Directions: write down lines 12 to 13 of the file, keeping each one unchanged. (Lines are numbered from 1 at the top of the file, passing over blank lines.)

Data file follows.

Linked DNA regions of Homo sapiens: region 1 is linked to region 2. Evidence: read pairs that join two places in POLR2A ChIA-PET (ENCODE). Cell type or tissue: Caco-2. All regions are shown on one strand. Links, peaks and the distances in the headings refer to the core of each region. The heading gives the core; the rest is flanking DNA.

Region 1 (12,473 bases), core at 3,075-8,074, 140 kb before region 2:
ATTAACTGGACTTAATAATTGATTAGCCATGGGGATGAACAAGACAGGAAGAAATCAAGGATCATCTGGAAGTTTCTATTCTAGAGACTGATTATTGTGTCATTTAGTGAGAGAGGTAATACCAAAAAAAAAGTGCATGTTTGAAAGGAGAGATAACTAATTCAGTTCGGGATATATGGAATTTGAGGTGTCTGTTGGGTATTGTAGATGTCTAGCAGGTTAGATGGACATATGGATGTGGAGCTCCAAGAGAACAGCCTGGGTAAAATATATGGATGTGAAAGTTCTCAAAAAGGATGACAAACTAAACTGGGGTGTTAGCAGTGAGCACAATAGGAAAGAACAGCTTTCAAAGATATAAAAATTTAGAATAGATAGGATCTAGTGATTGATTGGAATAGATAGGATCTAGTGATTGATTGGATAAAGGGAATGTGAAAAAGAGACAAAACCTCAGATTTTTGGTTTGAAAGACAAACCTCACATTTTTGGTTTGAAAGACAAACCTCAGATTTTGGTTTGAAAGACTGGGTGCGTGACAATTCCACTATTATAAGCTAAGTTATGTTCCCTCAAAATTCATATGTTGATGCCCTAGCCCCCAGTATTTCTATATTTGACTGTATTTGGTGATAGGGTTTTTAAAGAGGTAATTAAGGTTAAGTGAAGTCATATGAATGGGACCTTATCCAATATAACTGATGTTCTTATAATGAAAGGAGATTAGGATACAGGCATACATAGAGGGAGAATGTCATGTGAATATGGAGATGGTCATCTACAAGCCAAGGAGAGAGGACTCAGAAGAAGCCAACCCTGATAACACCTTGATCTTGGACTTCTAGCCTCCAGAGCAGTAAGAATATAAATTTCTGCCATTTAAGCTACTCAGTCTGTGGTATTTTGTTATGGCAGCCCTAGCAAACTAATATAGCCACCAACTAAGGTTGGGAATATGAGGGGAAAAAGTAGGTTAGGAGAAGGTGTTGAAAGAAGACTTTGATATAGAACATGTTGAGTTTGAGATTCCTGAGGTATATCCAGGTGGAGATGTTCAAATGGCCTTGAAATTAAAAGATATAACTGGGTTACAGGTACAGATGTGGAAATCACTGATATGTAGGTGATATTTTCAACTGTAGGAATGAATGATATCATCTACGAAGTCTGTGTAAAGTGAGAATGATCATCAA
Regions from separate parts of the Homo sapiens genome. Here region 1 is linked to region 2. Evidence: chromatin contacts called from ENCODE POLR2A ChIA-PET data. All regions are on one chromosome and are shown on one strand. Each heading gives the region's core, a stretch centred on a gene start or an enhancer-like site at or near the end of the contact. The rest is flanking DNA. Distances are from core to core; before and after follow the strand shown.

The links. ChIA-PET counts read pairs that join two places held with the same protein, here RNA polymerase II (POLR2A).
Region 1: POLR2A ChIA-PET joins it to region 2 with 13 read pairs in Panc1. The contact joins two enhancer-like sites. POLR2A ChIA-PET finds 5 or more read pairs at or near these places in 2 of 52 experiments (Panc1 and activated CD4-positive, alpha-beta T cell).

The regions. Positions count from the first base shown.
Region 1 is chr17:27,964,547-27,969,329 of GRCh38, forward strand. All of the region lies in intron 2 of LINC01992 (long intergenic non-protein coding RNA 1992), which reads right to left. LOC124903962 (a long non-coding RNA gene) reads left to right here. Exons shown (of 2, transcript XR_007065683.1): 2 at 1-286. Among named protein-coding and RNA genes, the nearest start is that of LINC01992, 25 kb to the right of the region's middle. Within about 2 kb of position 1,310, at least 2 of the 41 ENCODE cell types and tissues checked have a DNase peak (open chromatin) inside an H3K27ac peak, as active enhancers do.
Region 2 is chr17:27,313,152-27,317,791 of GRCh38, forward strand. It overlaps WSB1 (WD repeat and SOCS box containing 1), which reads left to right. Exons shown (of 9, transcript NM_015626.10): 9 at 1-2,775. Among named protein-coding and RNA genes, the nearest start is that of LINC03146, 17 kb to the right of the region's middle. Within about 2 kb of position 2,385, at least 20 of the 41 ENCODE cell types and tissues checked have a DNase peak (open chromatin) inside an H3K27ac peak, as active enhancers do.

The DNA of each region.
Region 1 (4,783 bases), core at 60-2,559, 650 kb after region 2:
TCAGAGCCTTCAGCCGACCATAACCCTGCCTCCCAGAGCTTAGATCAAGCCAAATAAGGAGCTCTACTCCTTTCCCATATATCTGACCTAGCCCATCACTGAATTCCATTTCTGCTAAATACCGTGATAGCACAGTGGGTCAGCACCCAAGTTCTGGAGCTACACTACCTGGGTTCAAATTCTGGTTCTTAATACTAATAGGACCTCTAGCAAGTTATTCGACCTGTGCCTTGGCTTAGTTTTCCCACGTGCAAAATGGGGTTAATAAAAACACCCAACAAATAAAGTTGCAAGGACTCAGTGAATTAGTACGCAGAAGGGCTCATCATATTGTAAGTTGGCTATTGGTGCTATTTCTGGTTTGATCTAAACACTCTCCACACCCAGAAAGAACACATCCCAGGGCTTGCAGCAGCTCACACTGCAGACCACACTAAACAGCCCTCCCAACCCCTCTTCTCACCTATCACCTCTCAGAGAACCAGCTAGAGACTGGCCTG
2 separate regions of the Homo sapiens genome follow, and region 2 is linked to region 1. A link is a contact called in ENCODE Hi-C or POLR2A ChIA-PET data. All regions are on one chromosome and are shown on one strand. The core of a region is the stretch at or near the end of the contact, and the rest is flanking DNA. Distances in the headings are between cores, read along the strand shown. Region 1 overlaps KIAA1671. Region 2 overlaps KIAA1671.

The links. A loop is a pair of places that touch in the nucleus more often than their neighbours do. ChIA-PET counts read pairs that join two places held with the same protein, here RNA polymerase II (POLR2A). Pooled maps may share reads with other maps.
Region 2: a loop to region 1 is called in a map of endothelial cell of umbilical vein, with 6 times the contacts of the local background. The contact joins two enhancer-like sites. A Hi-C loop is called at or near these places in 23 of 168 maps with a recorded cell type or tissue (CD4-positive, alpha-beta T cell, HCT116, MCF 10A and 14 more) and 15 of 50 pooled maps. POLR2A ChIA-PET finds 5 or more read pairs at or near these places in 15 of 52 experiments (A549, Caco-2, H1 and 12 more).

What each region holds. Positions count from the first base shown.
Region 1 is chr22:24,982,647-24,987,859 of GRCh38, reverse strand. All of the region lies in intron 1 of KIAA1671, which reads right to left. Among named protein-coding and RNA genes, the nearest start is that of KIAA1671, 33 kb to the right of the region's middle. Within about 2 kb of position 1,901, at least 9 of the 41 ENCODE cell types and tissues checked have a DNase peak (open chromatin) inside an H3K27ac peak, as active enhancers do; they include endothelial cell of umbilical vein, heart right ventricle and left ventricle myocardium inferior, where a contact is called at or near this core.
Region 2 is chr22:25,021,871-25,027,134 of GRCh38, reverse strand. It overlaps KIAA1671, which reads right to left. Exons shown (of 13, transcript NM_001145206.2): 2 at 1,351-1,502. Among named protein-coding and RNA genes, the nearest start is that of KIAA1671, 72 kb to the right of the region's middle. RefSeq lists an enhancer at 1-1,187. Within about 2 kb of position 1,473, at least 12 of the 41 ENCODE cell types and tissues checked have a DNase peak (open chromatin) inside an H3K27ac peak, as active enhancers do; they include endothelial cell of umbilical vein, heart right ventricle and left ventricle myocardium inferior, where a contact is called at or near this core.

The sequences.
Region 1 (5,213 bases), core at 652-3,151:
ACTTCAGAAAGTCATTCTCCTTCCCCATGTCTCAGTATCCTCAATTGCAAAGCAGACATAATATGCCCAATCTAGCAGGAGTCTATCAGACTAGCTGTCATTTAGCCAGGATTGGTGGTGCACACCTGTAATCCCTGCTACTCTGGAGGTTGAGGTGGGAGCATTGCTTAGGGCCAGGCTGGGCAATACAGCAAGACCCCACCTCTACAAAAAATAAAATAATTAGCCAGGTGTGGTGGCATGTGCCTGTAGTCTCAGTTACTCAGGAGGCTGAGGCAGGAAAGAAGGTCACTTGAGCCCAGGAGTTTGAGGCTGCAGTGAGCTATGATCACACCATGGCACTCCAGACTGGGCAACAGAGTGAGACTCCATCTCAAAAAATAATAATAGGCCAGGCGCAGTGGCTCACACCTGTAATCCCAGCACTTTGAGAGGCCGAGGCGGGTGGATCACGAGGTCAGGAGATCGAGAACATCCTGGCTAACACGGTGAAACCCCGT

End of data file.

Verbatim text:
TCAGAGCCTTCAGCCGACCATAACCCTGCCTCCCAGAGCTTAGATCAAGCCAAATAAGGAGCTCTACTCCTTTCCCATATATCTGACCTAGCCCATCACTGAATTCCATTTCTGCTAAATACCGTGATAGCACAGTGGGTCAGCACCCAAGTTCTGGAGCTACACTACCTGGGTTCAAATTCTGGTTCTTAATACTAATAGGACCTCTAGCAAGTTATTCGACCTGTGCCTTGGCTTAGTTTTCCCACGTGCAAAATGGGGTTAATAAAAACACCCAACAAATAAAGTTGCAAGGACTCAGTGAATTAGTACGCAGAAGGGCTCATCATATTGTAAGTTGGCTATTGGTGCTATTTCTGGTTTGATCTAAACACTCTCCACACCCAGAAAGAACACATCCCAGGGCTTGCAGCAGCTCACACTGCAGACCACACTAAACAGCCCTCCCAACCCCTCTTCTCACCTATCACCTCTCAGAGAACCAGCTAGAGACTGGCCTG
2 separate regions of the Homo sapiens genome follow, and region 2 is linked to region 1. A link is a contact called in ENCODE Hi-C or POLR2A ChIA-PET data. All regions are on one chromosome and are shown on one strand. The core of a region is the stretch at or near the end of the contact, and the rest is flanking DNA. Distances in the headings are between cores, read along the strand shown. Region 1 overlaps KIAA1671. Region 2 overlaps KIAA1671.